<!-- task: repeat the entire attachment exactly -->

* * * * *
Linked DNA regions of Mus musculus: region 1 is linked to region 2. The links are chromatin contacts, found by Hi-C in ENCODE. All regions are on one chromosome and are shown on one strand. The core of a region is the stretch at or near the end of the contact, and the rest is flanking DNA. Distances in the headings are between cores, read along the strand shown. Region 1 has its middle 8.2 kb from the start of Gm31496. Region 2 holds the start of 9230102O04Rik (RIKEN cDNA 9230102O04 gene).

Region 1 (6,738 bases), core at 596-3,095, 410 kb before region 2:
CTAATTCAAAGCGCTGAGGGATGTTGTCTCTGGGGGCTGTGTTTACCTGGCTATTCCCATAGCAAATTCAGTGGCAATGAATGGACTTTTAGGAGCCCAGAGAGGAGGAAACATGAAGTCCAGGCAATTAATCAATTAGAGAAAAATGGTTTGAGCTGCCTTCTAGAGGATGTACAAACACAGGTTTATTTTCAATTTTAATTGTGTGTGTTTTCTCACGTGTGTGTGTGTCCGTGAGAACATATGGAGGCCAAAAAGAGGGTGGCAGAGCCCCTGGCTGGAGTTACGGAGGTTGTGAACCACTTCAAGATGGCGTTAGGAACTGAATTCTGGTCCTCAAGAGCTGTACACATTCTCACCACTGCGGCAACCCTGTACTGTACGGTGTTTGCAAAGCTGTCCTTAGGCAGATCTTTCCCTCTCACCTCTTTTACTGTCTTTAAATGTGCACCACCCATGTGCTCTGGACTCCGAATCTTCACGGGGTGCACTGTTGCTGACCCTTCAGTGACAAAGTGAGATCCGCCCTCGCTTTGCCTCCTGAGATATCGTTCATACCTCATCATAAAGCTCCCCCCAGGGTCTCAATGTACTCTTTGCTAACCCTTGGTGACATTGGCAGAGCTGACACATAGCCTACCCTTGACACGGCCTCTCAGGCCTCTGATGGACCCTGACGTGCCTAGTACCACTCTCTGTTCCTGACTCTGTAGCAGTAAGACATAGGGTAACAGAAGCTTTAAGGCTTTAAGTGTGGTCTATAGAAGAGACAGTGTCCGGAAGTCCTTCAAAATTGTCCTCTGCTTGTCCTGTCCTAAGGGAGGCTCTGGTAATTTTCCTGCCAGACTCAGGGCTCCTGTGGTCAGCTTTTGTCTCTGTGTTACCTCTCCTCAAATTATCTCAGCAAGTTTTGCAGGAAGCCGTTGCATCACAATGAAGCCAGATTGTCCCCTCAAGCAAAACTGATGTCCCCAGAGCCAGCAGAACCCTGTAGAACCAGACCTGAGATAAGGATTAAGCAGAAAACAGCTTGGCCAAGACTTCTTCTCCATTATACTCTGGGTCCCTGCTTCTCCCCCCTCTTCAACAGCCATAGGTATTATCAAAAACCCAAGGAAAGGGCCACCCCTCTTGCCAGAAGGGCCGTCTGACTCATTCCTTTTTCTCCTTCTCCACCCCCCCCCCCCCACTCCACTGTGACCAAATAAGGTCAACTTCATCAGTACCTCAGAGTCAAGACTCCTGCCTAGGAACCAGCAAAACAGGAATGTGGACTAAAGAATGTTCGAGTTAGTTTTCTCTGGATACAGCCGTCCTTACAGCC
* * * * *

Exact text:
Linked DNA regions of Mus musculus: region 1 is linked to region 2. The links are chromatin contacts, found by Hi-C in ENCODE. All regions are on one chromosome and are shown on one strand. The core of a region is the stretch at or near the end of the contact, and the rest is flanking DNA. Distances in the headings are between cores, read along the strand shown. Region 1 has its middle 8.2 kb from the start of Gm31496. Region 2 holds the start of 9230102O04Rik (RIKEN cDNA 9230102O04 gene).

Region 1 (6,738 bases), core at 596-3,095, 410 kb before region 2:
CTAATTCAAAGCGCTGAGGGATGTTGTCTCTGGGGGCTGTGTTTACCTGGCTATTCCCATAGCAAATTCAGTGGCAATGAATGGACTTTTAGGAGCCCAGAGAGGAGGAAACATGAAGTCCAGGCAATTAATCAATTAGAGAAAAATGGTTTGAGCTGCCTTCTAGAGGATGTACAAACACAGGTTTATTTTCAATTTTAATTGTGTGTGTTTTCTCACGTGTGTGTGTGTCCGTGAGAACATATGGAGGCCAAAAAGAGGGTGGCAGAGCCCCTGGCTGGAGTTACGGAGGTTGTGAACCACTTCAAGATGGCGTTAGGAACTGAATTCTGGTCCTCAAGAGCTGTACACATTCTCACCACTGCGGCAACCCTGTACTGTACGGTGTTTGCAAAGCTGTCCTTAGGCAGATCTTTCCCTCTCACCTCTTTTACTGTCTTTAAATGTGCACCACCCATGTGCTCTGGACTCCGAATCTTCACGGGGTGCACTGTTGCTGACCCTTCAGTGACAAAGTGAGATCCGCCCTCGCTTTGCCTCCTGAGATATCGTTCATACCTCATCATAAAGCTCCCCCCAGGGTCTCAATGTACTCTTTGCTAACCCTTGGTGACATTGGCAGAGCTGACACATAGCCTACCCTTGACACGGCCTCTCAGGCCTCTGATGGACCCTGACGTGCCTAGTACCACTCTCTGTTCCTGACTCTGTAGCAGTAAGACATAGGGTAACAGAAGCTTTAAGGCTTTAAGTGTGGTCTATAGAAGAGACAGTGTCCGGAAGTCCTTCAAAATTGTCCTCTGCTTGTCCTGTCCTAAGGGAGGCTCTGGTAATTTTCCTGCCAGACTCAGGGCTCCTGTGGTCAGCTTTTGTCTCTGTGTTACCTCTCCTCAAATTATCTCAGCAAGTTTTGCAGGAAGCCGTTGCATCACAATGAAGCCAGATTGTCCCCTCAAGCAAAACTGATGTCCCCAGAGCCAGCAGAACCCTGTAGAACCAGACCTGAGATAAGGATTAAGCAGAAAACAGCTTGGCCAAGACTTCTTCTCCATTATACTCTGGGTCCCTGCTTCTCCCCCCTCTTCAACAGCCATAGGTATTATCAAAAACCCAAGGAAAGGGCCACCCCTCTTGCCAGAAGGGCCGTCTGACTCATTCCTTTTTCTCCTTCTCCACCCCCCCCCCCCCACTCCACTGTGACCAAATAAGGTCAACTTCATCAGTACCTCAGAGTCAAGACTCCTGCCTAGGAACCAGCAAAACAGGAATGTGGACTAAAGAATGTTCGAGTTAGTTTTCTCTGGATACAGCCGTCCTTACAGCC